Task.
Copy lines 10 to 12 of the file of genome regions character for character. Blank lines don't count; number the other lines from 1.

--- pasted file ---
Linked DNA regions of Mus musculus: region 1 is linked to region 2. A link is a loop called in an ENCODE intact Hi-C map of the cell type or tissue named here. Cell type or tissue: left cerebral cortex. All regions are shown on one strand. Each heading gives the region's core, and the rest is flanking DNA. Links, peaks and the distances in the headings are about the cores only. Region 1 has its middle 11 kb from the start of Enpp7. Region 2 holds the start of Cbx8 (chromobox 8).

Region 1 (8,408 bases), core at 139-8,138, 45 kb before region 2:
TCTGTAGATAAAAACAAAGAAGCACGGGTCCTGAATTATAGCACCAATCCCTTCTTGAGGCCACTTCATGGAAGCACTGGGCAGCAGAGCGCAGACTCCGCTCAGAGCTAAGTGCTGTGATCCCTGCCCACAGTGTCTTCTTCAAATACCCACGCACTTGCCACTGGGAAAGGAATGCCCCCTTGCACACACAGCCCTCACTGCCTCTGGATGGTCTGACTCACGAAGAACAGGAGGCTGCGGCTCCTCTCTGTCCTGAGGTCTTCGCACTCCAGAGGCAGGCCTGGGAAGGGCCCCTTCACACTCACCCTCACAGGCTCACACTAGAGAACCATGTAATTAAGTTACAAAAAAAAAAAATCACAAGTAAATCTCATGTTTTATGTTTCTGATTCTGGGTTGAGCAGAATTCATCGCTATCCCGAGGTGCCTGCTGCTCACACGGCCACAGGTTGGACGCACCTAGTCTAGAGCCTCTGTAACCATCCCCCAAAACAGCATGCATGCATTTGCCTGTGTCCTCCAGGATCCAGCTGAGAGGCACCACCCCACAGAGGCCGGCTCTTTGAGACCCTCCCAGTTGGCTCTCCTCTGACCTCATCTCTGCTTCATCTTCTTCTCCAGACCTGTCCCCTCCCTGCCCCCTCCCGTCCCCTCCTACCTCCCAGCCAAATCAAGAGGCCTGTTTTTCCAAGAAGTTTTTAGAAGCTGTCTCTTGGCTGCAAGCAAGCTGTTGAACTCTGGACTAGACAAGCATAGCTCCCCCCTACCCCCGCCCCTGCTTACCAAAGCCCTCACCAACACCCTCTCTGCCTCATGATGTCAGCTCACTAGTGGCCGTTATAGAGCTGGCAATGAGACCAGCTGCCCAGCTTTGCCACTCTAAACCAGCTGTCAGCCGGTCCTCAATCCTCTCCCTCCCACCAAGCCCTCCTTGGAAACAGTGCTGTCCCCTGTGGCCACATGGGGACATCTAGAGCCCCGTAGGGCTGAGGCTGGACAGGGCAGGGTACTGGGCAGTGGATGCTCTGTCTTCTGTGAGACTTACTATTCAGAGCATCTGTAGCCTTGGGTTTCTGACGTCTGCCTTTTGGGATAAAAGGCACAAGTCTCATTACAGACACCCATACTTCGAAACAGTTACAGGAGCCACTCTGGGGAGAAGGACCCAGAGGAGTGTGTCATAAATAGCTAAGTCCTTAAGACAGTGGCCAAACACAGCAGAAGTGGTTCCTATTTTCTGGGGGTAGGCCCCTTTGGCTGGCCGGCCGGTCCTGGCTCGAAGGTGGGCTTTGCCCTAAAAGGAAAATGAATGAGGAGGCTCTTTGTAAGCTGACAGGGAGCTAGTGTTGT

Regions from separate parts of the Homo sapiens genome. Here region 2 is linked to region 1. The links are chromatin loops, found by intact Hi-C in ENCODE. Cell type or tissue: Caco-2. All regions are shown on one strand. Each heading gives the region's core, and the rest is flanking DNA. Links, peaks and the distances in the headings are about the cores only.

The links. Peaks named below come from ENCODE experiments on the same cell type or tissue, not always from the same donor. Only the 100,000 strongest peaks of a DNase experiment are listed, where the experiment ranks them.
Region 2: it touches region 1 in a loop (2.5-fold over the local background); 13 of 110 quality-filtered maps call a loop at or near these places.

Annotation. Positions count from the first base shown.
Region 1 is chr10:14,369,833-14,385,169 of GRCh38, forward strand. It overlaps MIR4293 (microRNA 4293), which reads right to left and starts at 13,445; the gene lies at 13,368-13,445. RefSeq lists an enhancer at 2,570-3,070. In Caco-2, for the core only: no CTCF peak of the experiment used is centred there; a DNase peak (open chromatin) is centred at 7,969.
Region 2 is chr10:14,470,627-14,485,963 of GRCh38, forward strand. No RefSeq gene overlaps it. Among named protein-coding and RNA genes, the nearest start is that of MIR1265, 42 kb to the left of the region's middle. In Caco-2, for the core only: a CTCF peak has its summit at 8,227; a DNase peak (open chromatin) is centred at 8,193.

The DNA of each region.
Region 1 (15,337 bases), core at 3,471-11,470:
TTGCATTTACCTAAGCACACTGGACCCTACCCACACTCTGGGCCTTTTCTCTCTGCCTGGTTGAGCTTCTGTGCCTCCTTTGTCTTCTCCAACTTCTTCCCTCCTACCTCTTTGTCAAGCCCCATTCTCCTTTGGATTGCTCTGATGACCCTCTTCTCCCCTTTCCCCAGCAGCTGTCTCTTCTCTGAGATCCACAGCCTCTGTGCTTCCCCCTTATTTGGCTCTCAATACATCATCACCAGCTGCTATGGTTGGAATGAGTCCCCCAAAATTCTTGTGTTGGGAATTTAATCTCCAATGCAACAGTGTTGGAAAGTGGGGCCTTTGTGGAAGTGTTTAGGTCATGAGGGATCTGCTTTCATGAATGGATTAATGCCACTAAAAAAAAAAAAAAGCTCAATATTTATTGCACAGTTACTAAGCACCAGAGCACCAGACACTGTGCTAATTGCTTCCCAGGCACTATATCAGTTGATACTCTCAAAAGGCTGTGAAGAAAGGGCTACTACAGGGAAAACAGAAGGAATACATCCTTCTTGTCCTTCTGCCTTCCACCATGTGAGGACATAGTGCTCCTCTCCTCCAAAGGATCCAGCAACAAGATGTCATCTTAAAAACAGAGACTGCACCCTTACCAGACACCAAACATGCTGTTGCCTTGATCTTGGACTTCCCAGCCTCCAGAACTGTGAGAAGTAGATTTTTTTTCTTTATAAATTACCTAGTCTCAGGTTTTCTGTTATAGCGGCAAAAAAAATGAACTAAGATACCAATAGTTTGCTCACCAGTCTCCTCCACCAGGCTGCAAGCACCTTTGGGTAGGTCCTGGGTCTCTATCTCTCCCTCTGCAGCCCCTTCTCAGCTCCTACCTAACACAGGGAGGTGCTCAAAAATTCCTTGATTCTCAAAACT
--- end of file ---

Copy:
The DNA of each region.
Region 1 (15,337 bases), core at 3,471-11,470:
TTGCATTTACCTAAGCACACTGGACCCTACCCACACTCTGGGCCTTTTCTCTCTGCCTGGTTGAGCTTCTGTGCCTCCTTTGTCTTCTCCAACTTCTTCCCTCCTACCTCTTTGTCAAGCCCCATTCTCCTTTGGATTGCTCTGATGACCCTCTTCTCCCCTTTCCCCAGCAGCTGTCTCTTCTCTGAGATCCACAGCCTCTGTGCTTCCCCCTTATTTGGCTCTCAATACATCATCACCAGCTGCTATGGTTGGAATGAGTCCCCCAAAATTCTTGTGTTGGGAATTTAATCTCCAATGCAACAGTGTTGGAAAGTGGGGCCTTTGTGGAAGTGTTTAGGTCATGAGGGATCTGCTTTCATGAATGGATTAATGCCACTAAAAAAAAAAAAAAGCTCAATATTTATTGCACAGTTACTAAGCACCAGAGCACCAGACACTGTGCTAATTGCTTCCCAGGCACTATATCAGTTGATACTCTCAAAAGGCTGTGAAGAAAGGGCTACTACAGGGAAAACAGAAGGAATACATCCTTCTTGTCCTTCTGCCTTCCACCATGTGAGGACATAGTGCTCCTCTCCTCCAAAGGATCCAGCAACAAGATGTCATCTTAAAAACAGAGACTGCACCCTTACCAGACACCAAACATGCTGTTGCCTTGATCTTGGACTTCCCAGCCTCCAGAACTGTGAGAAGTAGATTTTTTTTCTTTATAAATTACCTAGTCTCAGGTTTTCTGTTATAGCGGCAAAAAAAATGAACTAAGATACCAATAGTTTGCTCACCAGTCTCCTCCACCAGGCTGCAAGCACCTTTGGGTAGGTCCTGGGTCTCTATCTCTCCCTCTGCAGCCCCTTCTCAGCTCCTACCTAACACAGGGAGGTGCTCAAAAATTCCTTGATTCTCAAAACT